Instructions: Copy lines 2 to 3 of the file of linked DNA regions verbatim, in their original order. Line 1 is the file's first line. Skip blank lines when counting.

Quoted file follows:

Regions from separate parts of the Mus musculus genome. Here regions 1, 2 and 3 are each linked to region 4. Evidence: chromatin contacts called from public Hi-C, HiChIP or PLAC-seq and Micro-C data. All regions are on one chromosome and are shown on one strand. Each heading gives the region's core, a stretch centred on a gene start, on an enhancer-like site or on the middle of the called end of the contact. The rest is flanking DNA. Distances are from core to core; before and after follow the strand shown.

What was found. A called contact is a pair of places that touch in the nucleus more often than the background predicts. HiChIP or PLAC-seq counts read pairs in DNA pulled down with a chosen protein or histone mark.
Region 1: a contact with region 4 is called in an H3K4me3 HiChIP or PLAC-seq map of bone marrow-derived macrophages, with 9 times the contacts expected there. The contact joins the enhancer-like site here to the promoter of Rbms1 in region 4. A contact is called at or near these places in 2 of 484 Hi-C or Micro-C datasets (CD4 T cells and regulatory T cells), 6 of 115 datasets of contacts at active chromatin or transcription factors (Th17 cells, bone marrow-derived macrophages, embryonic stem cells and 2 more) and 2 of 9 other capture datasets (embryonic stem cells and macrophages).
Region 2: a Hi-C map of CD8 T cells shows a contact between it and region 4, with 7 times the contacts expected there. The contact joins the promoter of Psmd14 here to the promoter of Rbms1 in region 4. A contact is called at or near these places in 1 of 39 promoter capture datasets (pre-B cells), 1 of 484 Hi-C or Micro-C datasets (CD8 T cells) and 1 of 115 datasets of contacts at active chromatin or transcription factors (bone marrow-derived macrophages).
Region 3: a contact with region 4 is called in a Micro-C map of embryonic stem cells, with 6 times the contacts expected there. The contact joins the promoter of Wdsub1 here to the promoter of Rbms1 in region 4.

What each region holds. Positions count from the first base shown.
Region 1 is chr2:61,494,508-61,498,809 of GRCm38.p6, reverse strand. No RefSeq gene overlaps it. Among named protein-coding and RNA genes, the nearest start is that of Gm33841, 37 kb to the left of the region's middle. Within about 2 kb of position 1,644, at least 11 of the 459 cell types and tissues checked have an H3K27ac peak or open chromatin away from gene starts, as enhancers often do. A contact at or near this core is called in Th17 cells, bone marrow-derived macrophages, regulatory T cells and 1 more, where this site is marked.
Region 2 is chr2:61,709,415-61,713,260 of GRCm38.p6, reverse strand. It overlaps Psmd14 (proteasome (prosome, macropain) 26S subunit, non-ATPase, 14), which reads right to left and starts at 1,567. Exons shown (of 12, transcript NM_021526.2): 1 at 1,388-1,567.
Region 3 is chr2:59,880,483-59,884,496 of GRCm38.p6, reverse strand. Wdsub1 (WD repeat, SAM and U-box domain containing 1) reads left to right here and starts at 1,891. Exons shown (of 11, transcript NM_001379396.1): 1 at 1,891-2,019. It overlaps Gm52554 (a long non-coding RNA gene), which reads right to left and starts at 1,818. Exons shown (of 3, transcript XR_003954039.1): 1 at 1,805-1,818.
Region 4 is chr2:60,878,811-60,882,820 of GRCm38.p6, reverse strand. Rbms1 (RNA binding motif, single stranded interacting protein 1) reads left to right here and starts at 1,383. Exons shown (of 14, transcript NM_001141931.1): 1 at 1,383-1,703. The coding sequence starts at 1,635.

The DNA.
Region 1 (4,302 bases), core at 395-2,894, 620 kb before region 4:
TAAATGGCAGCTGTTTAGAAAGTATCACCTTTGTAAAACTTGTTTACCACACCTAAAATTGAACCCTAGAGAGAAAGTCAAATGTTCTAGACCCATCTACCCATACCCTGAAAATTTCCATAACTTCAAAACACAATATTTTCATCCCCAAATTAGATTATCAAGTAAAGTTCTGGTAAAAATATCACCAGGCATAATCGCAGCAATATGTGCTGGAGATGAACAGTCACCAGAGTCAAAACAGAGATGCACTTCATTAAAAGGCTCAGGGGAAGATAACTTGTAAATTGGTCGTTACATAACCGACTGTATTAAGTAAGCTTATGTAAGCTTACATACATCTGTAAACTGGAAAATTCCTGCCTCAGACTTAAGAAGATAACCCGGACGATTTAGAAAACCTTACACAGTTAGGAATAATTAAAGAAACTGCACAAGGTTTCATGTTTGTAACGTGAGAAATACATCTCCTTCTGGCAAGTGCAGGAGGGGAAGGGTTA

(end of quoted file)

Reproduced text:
What was found. A called contact is a pair of places that touch in the nucleus more often than the background predicts. HiChIP or PLAC-seq counts read pairs in DNA pulled down with a chosen protein or histone mark.
Region 1: a contact with region 4 is called in an H3K4me3 HiChIP or PLAC-seq map of bone marrow-derived macrophages, with 9 times the contacts expected there. The contact joins the enhancer-like site here to the promoter of Rbms1 in region 4. A contact is called at or near these places in 2 of 484 Hi-C or Micro-C datasets (CD4 T cells and regulatory T cells), 6 of 115 datasets of contacts at active chromatin or transcription factors (Th17 cells, bone marrow-derived macrophages, embryonic stem cells and 2 more) and 2 of 9 other capture datasets (embryonic stem cells and macrophages).